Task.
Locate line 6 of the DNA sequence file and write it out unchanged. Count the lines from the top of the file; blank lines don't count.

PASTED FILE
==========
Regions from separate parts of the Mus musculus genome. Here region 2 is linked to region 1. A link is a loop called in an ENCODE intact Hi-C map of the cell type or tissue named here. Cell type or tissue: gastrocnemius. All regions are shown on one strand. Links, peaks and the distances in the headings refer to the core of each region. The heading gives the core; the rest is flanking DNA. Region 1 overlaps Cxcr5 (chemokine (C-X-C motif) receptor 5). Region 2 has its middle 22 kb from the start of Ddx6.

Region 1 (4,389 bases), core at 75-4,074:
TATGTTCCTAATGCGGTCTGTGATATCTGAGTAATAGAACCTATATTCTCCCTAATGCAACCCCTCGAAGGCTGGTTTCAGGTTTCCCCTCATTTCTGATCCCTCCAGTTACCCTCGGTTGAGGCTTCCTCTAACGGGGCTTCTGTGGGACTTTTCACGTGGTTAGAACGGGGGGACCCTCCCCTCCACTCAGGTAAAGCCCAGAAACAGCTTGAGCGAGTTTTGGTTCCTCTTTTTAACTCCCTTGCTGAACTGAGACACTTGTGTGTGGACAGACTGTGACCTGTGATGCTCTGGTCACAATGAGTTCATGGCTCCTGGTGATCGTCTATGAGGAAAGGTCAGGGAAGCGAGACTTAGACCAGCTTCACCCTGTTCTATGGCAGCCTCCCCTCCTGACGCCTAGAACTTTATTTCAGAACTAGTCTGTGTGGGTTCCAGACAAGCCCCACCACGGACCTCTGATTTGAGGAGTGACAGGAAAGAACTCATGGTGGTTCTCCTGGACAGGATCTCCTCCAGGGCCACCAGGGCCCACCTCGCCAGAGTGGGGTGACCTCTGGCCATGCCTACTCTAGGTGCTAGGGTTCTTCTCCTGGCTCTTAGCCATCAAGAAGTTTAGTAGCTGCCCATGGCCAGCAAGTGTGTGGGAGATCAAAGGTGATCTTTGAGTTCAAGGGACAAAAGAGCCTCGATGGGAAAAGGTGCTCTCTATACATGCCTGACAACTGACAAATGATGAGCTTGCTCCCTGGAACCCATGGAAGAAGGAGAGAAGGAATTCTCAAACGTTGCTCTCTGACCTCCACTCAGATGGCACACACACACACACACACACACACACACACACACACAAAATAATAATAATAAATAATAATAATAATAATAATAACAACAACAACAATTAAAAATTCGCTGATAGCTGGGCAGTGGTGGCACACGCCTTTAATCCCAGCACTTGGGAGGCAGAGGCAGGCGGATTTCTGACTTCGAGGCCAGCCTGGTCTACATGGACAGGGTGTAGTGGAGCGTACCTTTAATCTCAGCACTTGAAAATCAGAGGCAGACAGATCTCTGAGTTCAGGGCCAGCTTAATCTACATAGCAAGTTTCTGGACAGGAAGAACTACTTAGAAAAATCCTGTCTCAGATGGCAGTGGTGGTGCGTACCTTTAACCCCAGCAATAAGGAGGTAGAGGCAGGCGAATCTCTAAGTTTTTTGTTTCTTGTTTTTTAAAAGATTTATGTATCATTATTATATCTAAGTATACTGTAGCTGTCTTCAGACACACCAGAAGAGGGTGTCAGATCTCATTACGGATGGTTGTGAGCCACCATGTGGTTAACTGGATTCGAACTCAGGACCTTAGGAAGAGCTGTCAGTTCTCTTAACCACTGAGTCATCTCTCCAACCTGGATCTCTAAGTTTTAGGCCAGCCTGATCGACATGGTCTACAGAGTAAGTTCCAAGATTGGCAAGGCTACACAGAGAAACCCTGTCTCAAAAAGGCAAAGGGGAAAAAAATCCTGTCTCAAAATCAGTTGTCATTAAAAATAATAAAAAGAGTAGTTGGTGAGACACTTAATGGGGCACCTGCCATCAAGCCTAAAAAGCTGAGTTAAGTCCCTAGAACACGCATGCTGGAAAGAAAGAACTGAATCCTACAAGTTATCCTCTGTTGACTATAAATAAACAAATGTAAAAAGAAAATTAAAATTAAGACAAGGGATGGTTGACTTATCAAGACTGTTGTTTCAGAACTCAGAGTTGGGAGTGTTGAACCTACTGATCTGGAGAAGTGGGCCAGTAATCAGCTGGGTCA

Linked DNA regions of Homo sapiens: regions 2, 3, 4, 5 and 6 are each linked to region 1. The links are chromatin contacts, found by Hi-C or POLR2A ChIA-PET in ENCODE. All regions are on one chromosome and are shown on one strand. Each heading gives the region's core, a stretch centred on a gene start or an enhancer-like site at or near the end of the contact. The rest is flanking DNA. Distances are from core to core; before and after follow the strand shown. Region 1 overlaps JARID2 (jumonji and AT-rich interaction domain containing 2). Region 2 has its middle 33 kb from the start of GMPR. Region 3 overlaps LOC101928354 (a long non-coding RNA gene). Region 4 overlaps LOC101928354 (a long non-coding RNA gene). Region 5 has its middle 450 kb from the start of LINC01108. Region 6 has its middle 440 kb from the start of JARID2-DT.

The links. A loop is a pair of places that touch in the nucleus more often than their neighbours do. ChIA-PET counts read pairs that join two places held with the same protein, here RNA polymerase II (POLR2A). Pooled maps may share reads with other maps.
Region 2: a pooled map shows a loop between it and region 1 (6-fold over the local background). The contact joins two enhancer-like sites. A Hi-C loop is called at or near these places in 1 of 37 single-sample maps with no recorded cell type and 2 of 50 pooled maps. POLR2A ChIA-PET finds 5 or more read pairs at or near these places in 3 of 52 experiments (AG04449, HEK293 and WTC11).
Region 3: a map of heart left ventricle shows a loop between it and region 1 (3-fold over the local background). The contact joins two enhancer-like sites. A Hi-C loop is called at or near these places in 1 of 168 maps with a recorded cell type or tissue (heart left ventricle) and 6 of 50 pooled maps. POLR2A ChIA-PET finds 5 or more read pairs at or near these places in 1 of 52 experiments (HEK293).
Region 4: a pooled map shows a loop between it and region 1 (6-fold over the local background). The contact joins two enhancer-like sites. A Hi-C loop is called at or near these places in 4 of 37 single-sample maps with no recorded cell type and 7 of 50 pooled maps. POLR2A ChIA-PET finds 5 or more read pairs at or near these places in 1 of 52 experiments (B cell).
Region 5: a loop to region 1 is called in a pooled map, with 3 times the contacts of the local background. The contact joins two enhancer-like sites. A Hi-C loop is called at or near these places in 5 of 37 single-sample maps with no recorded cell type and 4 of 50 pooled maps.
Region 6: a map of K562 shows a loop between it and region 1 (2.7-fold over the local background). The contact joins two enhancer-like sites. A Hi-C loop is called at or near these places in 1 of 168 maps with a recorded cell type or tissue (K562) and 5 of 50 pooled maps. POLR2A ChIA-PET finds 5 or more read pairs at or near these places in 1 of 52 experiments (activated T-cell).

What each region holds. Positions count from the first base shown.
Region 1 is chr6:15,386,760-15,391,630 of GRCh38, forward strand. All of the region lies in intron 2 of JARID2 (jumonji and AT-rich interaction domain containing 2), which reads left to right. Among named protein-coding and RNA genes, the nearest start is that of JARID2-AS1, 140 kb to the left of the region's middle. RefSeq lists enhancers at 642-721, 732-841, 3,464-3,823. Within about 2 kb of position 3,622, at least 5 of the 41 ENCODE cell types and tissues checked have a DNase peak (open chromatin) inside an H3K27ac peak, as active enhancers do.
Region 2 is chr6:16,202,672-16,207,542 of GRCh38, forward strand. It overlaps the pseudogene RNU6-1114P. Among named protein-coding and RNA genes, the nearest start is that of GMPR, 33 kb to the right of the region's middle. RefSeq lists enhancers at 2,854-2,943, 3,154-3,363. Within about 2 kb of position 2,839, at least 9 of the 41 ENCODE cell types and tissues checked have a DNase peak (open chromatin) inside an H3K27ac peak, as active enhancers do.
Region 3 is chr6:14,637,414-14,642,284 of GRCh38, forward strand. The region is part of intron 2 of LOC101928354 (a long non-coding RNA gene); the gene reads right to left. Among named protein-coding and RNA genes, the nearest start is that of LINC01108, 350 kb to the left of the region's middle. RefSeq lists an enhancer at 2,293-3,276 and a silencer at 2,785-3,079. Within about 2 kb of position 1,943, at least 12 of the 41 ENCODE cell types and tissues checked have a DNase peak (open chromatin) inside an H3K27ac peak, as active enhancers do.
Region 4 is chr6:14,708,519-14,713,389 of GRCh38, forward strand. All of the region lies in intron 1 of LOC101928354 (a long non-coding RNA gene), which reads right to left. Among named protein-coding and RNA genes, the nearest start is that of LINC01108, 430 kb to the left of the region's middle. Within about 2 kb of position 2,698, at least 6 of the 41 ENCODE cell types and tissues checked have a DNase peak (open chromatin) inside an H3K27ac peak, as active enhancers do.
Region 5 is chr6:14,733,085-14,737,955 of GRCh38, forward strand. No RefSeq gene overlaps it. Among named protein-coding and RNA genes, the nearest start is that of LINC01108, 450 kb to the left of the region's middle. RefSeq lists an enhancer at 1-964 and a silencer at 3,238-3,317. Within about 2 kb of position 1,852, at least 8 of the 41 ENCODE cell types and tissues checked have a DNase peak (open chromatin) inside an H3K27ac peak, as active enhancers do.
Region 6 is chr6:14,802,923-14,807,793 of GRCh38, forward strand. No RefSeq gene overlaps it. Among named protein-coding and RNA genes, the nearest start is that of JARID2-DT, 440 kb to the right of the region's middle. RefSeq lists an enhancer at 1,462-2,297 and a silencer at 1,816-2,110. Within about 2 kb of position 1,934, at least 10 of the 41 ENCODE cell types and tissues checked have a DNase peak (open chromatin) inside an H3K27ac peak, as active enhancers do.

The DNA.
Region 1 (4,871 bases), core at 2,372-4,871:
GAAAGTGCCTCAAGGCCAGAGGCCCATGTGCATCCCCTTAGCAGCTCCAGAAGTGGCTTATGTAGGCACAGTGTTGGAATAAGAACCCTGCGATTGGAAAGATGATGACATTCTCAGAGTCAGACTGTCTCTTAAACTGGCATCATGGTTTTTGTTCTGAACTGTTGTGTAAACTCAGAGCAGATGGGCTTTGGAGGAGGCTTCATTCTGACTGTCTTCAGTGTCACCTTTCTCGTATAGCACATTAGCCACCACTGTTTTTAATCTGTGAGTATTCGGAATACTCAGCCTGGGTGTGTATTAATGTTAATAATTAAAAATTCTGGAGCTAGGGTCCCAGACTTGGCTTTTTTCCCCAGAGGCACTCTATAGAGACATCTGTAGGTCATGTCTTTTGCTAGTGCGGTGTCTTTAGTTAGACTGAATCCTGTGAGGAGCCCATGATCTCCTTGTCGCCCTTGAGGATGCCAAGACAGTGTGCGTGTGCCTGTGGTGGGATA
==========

Region 2: a pooled map shows a loop between it and region 1 (6-fold over the local background). The contact joins two enhancer-like sites. A Hi-C loop is called at or near these places in 1 of 37 single-sample maps with no recorded cell type and 2 of 50 pooled maps. POLR2A ChIA-PET finds 5 or more read pairs at or near these places in 3 of 52 experiments (AG04449, HEK293 and WTC11).